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 Post subject: Re: Tutorial on Specific Gravity Using the Hydrostatic Metho
PostPosted: Wed Sep 30, 2015 3:39 pm 
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You don't. SG isn't a magic bullet, it's just another metric. RI, luster, B/D ratio etc will do nothing for you either in that case. Mineral specimens are a different beast anyway so naturally they'll require different techniques. Of course this does marginally overlap with gemological concerns (things like cutting Mexican topaz with a splash of rutile at the culet for color) but in that case microscopy would be your buddy.

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 Post subject: Re: Tutorial on Specific Gravity Using the Hydrostatic Metho
PostPosted: Wed Sep 30, 2015 4:02 pm 
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I don't contradict as you' re more experienced but SG is a root to any mineral origin like what i have in my hands so as crossed polarized filters or polariscope, rest gemological instruments are for later cut stones, but i have seen experienced man (only geologist over 70 years old) don't even need those tools. he just use 10x loupe and will tell if you have red zircon, spinel, garnet or topaz (treated or untreated) in your hands.
I have tested such experience all by myself and was stunned, anyway, that's sort of experience now i'm trying to learn, using basic gemological tools along.

If luck favored

P.S. And believe me Bill Hanneman is not wrong, its his experience that speaks people should respect and try to take advantage of such experience...


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 Post subject: Re: Tutorial on Specific Gravity Using the Hydrostatic Metho
PostPosted: Wed Sep 30, 2015 4:39 pm 
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Gabroo wrote:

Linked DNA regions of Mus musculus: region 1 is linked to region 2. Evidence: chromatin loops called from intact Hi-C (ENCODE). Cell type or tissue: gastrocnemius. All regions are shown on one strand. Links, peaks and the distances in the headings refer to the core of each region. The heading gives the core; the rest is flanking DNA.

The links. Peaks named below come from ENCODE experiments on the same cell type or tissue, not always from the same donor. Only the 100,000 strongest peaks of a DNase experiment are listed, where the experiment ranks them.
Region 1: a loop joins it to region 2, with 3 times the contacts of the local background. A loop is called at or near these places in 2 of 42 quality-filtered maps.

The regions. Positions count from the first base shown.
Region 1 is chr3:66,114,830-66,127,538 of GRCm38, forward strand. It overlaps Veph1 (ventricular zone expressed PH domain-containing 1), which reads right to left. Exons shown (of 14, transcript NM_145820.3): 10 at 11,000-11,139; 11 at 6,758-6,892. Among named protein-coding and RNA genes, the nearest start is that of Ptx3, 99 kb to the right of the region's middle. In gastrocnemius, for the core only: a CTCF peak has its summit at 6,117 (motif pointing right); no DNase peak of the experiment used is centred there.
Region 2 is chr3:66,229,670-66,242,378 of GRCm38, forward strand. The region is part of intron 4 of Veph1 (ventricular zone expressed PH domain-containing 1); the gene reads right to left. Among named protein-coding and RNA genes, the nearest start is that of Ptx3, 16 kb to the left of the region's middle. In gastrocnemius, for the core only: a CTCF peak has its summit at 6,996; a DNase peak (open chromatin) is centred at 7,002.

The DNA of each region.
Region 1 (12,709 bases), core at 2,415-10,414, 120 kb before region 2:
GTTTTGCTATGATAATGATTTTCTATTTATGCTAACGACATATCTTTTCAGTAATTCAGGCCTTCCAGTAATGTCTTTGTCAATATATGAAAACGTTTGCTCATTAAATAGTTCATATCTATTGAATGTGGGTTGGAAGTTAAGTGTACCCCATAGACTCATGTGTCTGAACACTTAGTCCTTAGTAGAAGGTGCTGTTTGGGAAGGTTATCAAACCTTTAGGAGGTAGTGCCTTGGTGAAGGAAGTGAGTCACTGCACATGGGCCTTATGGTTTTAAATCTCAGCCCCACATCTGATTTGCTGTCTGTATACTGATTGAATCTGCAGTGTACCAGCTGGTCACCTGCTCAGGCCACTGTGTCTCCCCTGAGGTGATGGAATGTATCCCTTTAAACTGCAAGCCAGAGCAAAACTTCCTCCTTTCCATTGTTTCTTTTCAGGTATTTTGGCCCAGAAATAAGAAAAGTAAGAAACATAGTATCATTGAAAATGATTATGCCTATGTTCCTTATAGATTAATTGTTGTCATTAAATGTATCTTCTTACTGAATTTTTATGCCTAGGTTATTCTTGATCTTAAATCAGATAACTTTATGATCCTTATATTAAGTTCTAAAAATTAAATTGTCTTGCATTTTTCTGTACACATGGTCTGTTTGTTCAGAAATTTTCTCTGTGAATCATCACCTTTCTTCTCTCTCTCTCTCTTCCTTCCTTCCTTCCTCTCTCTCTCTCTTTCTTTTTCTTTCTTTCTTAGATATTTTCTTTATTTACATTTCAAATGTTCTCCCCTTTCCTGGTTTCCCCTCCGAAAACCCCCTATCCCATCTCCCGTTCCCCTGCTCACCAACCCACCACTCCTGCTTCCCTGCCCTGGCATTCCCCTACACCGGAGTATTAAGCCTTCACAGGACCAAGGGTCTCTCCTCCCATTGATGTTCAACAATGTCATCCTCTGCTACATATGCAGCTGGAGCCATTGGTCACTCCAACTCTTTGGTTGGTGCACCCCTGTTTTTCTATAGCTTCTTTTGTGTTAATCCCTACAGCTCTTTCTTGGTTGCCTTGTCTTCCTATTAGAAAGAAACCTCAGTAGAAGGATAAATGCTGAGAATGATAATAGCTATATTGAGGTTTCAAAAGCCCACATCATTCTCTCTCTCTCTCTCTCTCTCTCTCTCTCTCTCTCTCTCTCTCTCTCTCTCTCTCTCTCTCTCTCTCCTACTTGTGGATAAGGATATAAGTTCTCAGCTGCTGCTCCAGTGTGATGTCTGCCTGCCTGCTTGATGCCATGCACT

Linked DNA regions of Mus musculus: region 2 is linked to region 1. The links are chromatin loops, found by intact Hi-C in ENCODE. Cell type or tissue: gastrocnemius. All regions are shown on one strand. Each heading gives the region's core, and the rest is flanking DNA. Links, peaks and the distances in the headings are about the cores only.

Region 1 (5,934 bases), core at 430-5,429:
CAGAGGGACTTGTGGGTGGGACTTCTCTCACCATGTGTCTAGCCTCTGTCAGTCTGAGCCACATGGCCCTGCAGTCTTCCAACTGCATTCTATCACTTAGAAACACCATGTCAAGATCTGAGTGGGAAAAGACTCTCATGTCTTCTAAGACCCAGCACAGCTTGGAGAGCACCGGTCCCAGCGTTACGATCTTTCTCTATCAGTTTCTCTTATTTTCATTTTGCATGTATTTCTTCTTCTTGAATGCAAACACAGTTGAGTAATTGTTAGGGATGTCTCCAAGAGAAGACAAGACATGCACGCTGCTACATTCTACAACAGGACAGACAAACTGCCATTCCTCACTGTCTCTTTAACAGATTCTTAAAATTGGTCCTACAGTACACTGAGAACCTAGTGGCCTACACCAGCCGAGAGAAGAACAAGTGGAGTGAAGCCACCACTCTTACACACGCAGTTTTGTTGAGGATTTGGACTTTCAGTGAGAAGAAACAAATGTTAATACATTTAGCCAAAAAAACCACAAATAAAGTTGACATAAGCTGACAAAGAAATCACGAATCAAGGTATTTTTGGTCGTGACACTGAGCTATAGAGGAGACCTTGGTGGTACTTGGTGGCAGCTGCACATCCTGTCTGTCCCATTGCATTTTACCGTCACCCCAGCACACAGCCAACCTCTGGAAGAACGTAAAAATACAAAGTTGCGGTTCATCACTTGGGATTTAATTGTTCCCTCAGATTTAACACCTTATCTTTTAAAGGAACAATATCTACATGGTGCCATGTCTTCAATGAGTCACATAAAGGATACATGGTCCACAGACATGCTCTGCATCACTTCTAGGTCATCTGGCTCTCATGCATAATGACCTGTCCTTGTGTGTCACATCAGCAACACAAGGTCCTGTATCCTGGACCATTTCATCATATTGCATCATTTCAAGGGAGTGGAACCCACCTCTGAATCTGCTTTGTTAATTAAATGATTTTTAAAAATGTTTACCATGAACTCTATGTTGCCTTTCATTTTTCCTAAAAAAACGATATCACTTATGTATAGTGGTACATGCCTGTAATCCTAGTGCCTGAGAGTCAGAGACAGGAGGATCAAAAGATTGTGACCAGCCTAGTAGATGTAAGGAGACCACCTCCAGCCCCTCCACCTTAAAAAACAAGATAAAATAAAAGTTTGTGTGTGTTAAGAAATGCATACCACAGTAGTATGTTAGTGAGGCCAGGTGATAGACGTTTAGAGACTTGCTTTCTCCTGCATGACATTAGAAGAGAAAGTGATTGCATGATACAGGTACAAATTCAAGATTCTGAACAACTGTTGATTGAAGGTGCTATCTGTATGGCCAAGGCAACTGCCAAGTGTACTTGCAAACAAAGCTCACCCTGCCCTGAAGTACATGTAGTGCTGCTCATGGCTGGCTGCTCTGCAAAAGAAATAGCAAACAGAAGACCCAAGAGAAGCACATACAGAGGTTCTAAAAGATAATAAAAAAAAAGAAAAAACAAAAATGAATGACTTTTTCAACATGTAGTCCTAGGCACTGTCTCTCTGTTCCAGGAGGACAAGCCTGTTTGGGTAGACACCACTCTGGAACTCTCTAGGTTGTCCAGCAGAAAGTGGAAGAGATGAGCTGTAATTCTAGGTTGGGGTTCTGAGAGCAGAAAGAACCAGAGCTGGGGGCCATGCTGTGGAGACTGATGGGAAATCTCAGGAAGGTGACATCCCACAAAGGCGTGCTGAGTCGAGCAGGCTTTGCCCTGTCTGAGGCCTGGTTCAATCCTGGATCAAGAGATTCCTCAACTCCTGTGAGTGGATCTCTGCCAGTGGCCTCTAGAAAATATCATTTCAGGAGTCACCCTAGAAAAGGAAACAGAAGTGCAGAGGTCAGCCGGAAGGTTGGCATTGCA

I don't contradict as you' re more experienced but SG is a root to any mineral origin

SG is of some, but limited, value in identifying minerals, like any simple measurement. But what you're talking about is identifying mineral inclusions hosted in another mineral. That's a totally different thing and requires a totally different approach. Part of the problem is that, in the absence of some serious testing firepower, you aren't really doing the identification yourself--you have to rely on someone else having correctly identified that kind of inclusion and recognizing the similar characteristics between the inclusions they identified and yours. Even then you could get in trouble--golden goethite in amethyst has been wrongly identified as cacoxenite for ages. Fuchsite-included quartz from Pakistan is often sold as ajoite-included, and they do look somewhat similar. If you read the gem literature, you'll see that most identifications of inclusions are tentative if they give one at all, because only the most notable inclusions are likely to have had testing firepower applied to them.
Gabroo wrote:
but i have seen experienced man (only geologist over 70 years old) don't even need those tools. he just use 10x loupe and will tell if you have red zircon, spinel, garnet or topaz (treated or untreated) in your hands.

Most of the time it's not too hard to tell rough gems apart by sight thanks to things like crystal form and cleavage. It's also not too hard to identify cut stones by sight with good accuracy if you have a lot of experience--but the reason we don't just look at gems to identify them is that term 'good.' Some gems are really distinct, but others are not. Try telling apart red garnet and red spinel by sight alone--sometimes it's trivial, sometimes it's not. On the other hand, red zircon will probably be trivial to distinguish from red spinel and red garnet thanks to its dispersion and double refraction. Some treatments are also obvious--if the coating is peeling off the back of your stone or you can see blue flashes from lead glass filling you have a good idea it's treated. Others, like irradiation, might leave no trace at all. That's why we measure material properties in the first place--the numbers are less likely to lie than our eyes.